Erwin loved photography and always had a camera. His works have been displayed in many galleries. Erwin was a national NRA pistol champion too. At age 90...yeah ninety, Erwin took a solo trip to Africa to take photos of wildlife. Amazing! At age 93, he bought himself a new car. :-) Optimism? 

 

Today I learned how he also loved to take his sons on fishing expeditions. Even tying his own flys for the fishing contests he’d have with them. There was a note on his desk, more like a scorecard actually. Although his son caught more fish, he had the asterisk " * Biggest Fish."

 

Finally, athe house today, Judy carried around their copy of My Father's War open to Erwin's pages. She was gleaming with pride. I was honored and embarrassed at the same time. 

 

God bless Erwin and thank you for sharing your life with us. Another Greatest of The Greatest.

 

Charley

 

 

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I bought Brokow's book for $2 at a library book sale years ago. I still haven't read it because I disagree with the premise.  I don't mean I disagree in an academic, let's weigh the pros and cons and talk it over, kind of way. I disagree viscerally.  I disagree in an, anyone who has even a basic grasp of U.S. history knows this characterization is wrong, kind of way. Of course the man has a right to his opinion. But his opinion is just blatantly foolish.

 

The WWII generation was great, no question. They made us into a superpower; created the atom bomb; rebuilt Japan and Germany after the war so well that both countries became our staunch allies with booming economies; set us up to fight the spread of communism; and gave us a formidible advantage in the Space Race. Amazing accomplishments all.

 

The greatest generation did more with less. Our Founding Fathers, the Revolutionary War generation, is our greatest generation.  This is obvious to me, but if you wish to argue the point, excellent arguments for and against the greatness of our Founding Fathers may be found here:

https://www.britannica.com/topic/Founding-Fathers

 

Here are a few facts from that article that make my point:

"They created the first modern nation-state based on liberal principles. These include the democratic principle that political sovereignty in any government resides in the citizenry rather than in a divinely sanctioned monarchy; the capitalistic principle that economic productivity depends upon the release of individual energies in the marketplace rather than on state-sponsored policies; the moral principle that the individual, not the society or the state, is the sovereign unit in the political equation; and the judicial principle that all citizens are equal before the law. Moreover, this liberal formula has become the preferred political recipe for success in the modern world, vanquishing the European monarchies in the 19th century and the totalitarianregimes of GermanyJapan, and the Soviet Union in the 20th century."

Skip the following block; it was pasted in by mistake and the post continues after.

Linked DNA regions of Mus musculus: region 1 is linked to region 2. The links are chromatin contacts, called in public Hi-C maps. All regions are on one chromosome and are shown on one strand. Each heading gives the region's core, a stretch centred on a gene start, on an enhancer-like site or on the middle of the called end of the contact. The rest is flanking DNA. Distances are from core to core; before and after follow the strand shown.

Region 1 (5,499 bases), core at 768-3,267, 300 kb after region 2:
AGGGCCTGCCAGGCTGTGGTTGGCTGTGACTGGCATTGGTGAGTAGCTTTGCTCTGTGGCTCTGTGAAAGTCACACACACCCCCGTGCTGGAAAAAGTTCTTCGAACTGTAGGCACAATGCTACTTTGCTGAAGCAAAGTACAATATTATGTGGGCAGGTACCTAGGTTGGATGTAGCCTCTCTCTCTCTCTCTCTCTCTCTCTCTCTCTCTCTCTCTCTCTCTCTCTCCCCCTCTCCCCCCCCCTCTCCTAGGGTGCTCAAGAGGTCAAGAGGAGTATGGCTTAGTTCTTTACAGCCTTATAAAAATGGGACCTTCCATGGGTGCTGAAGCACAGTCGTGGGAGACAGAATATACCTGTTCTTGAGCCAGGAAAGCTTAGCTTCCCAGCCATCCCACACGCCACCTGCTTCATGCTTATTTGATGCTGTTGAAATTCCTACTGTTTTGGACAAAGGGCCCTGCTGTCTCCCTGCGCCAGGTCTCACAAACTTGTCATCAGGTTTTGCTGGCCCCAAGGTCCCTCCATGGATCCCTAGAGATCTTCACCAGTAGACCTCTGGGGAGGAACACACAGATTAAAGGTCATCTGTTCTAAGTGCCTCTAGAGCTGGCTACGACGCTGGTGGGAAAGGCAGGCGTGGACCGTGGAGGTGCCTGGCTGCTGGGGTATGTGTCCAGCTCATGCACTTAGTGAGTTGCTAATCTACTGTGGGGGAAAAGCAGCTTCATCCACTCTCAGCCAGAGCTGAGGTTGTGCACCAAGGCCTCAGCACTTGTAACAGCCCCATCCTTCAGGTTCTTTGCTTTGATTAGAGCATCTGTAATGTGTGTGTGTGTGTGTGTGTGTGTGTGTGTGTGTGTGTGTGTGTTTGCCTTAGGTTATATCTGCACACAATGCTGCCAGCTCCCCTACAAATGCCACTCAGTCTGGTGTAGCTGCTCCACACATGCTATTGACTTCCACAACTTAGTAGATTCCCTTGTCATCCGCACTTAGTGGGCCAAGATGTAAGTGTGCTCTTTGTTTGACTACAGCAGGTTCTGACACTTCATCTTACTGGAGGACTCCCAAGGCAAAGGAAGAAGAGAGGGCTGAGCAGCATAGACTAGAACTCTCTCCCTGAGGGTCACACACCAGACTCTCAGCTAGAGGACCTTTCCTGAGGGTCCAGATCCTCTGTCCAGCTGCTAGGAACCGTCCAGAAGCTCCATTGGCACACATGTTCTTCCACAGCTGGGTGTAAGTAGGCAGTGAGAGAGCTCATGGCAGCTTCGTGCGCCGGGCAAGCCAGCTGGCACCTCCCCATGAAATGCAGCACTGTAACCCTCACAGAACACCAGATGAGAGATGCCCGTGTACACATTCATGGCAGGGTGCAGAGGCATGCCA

More specifically, the Founding Fathers managed to defy conventional wisdom in four unprecedented achievements: first, they won a war for colonial independence against the most powerful military and economic power in the world; second, they established the first large-scale republic in the modern world; third, they invented political parties that institutionalized the concept of a legitimate opposition; and fourth, they established the principle of the legal separation of church and state, though it took several decades for that principle to be implemented in all the states. Finally, all these achievements were won without recourse to the guillotine or the firing squad, which is to say without the violent purges that accompanied subsequent revolutions in FranceRussia, and China. This was the overarching accomplishment that the British philosopher Alfred Lord North Whitehead had in mind when he observed that there were only two instances in the history of Western civilization when the political elite of an emerging empire behaved as well as one could reasonably expect: the first was Rome under Augustus, and the second was the United States under the Founding Fathers.

 

Sorry, Brokow, you missed the forest for the trees.

 

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Hi Everyone, my name is Charley Valera. I’m the youngest of four baby-boomers and finally on AARP. Can you believe it? Anyhow, I want to share 7 commonalities I found while researching for a book I published called "My Father’s War: Memories from Our Honored WWII Soldiers." These superpowers they didn’t even know they had, but we know we don’t. 

I know my generation doesn’t fit their mold and as newer ones come along, they seem to stray even further. But, with a little luck, maybe we can help persuade the little kids how they can be the Next Great Generation. In a nutshell, here’s the 7:

 

-God. They believed in God or a higher power to save and protect them.

-Humble. To a fault. Compared to others, they hardly complained or boasted.

-Team. How else could they accomplish so much with so little?

-Work. Hard work, very hard work. Who built the bridges, railroads and cities?

-Family. Where did we go on Sunday? Visiting relatives, having meals together...

-Friendship. Remember, they'd help build rooms for their friends growing families?

-Future. They had faith we'd have a better future, a world without a global war. 

 

Please feel free free to share your comments and observations. Or reach me at charley@Charleyvalera.com. www.charleyvalera.com. But not till after you’ve thanked a WWII veteran :-)

 

Charley